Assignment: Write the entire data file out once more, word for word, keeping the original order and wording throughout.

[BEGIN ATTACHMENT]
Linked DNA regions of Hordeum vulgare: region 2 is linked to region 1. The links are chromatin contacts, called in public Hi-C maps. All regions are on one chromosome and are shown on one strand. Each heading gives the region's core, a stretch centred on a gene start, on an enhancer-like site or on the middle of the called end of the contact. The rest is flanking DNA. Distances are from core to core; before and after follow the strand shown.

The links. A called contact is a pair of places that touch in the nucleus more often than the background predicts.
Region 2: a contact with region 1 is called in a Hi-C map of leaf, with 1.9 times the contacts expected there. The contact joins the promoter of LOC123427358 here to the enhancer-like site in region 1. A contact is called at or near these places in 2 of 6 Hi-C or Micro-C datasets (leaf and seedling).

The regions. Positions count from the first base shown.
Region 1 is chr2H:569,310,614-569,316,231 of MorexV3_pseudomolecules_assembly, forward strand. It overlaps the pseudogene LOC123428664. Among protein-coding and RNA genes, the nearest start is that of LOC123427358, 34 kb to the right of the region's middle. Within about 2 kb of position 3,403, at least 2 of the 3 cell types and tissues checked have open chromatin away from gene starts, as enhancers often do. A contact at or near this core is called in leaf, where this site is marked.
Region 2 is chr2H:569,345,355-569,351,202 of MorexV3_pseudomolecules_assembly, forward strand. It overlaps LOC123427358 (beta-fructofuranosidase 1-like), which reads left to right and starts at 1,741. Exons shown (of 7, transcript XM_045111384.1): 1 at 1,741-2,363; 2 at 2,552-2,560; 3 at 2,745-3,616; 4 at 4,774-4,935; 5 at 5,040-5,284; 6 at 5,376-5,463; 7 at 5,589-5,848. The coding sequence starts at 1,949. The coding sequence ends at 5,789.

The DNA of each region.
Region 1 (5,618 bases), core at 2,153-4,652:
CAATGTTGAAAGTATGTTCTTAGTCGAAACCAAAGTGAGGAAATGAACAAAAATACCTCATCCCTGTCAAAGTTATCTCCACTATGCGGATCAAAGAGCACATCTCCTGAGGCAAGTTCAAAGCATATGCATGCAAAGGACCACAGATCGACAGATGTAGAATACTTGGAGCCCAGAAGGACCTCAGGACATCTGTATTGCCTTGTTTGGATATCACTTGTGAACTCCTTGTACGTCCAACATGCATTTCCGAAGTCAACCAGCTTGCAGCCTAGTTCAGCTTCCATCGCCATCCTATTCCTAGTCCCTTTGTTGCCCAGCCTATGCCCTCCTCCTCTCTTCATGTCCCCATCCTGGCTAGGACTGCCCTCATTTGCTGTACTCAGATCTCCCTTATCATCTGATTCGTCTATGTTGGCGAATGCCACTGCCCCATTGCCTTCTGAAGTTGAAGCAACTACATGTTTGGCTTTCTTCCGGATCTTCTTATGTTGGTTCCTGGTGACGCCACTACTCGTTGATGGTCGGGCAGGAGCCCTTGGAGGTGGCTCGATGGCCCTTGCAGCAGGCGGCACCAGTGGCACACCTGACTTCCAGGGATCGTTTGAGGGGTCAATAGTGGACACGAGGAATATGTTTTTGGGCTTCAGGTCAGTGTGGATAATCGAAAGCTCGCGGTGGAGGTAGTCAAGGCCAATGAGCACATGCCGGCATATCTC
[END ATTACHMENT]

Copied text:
Linked DNA regions of Hordeum vulgare: region 2 is linked to region 1. The links are chromatin contacts, called in public Hi-C maps. All regions are on one chromosome and are shown on one strand. Each heading gives the region's core, a stretch centred on a gene start, on an enhancer-like site or on the middle of the called end of the contact. The rest is flanking DNA. Distances are from core to core; before and after follow the strand shown.

The links. A called contact is a pair of places that touch in the nucleus more often than the background predicts.
Region 2: a contact with region 1 is called in a Hi-C map of leaf, with 1.9 times the contacts expected there. The contact joins the promoter of LOC123427358 here to the enhancer-like site in region 1. A contact is called at or near these places in 2 of 6 Hi-C or Micro-C datasets (leaf and seedling).

The regions. Positions count from the first base shown.
Region 1 is chr2H:569,310,614-569,316,231 of MorexV3_pseudomolecules_assembly, forward strand. It overlaps the pseudogene LOC123428664. Among protein-coding and RNA genes, the nearest start is that of LOC123427358, 34 kb to the right of the region's middle. Within about 2 kb of position 3,403, at least 2 of the 3 cell types and tissues checked have open chromatin away from gene starts, as enhancers often do. A contact at or near this core is called in leaf, where this site is marked.
Region 2 is chr2H:569,345,355-569,351,202 of MorexV3_pseudomolecules_assembly, forward strand. It overlaps LOC123427358 (beta-fructofuranosidase 1-like), which reads left to right and starts at 1,741. Exons shown (of 7, transcript XM_045111384.1): 1 at 1,741-2,363; 2 at 2,552-2,560; 3 at 2,745-3,616; 4 at 4,774-4,935; 5 at 5,040-5,284; 6 at 5,376-5,463; 7 at 5,589-5,848. The coding sequence starts at 1,949. The coding sequence ends at 5,789.

The DNA of each region.
Region 1 (5,618 bases), core at 2,153-4,652:
CAATGTTGAAAGTATGTTCTTAGTCGAAACCAAAGTGAGGAAATGAACAAAAATACCTCATCCCTGTCAAAGTTATCTCCACTATGCGGATCAAAGAGCACATCTCCTGAGGCAAGTTCAAAGCATATGCATGCAAAGGACCACAGATCGACAGATGTAGAATACTTGGAGCCCAGAAGGACCTCAGGACATCTGTATTGCCTTGTTTGGATATCACTTGTGAACTCCTTGTACGTCCAACATGCATTTCCGAAGTCAACCAGCTTGCAGCCTAGTTCAGCTTCCATCGCCATCCTATTCCTAGTCCCTTTGTTGCCCAGCCTATGCCCTCCTCCTCTCTTCATGTCCCCATCCTGGCTAGGACTGCCCTCATTTGCTGTACTCAGATCTCCCTTATCATCTGATTCGTCTATGTTGGCGAATGCCACTGCCCCATTGCCTTCTGAAGTTGAAGCAACTACATGTTTGGCTTTCTTCCGGATCTTCTTATGTTGGTTCCTGGTGACGCCACTACTCGTTGATGGTCGGGCAGGAGCCCTTGGAGGTGGCTCGATGGCCCTTGCAGCAGGCGGCACCAGTGGCACACCTGACTTCCAGGGATCGTTTGAGGGGTCAATAGTGGACACGAGGAATATGTTTTTGGGCTTCAGGTCAGTGTGGATAATCGAAAGCTCGCGGTGGAGGTAGTCAAGGCCAATGAGCACATGCCGGCATATCTC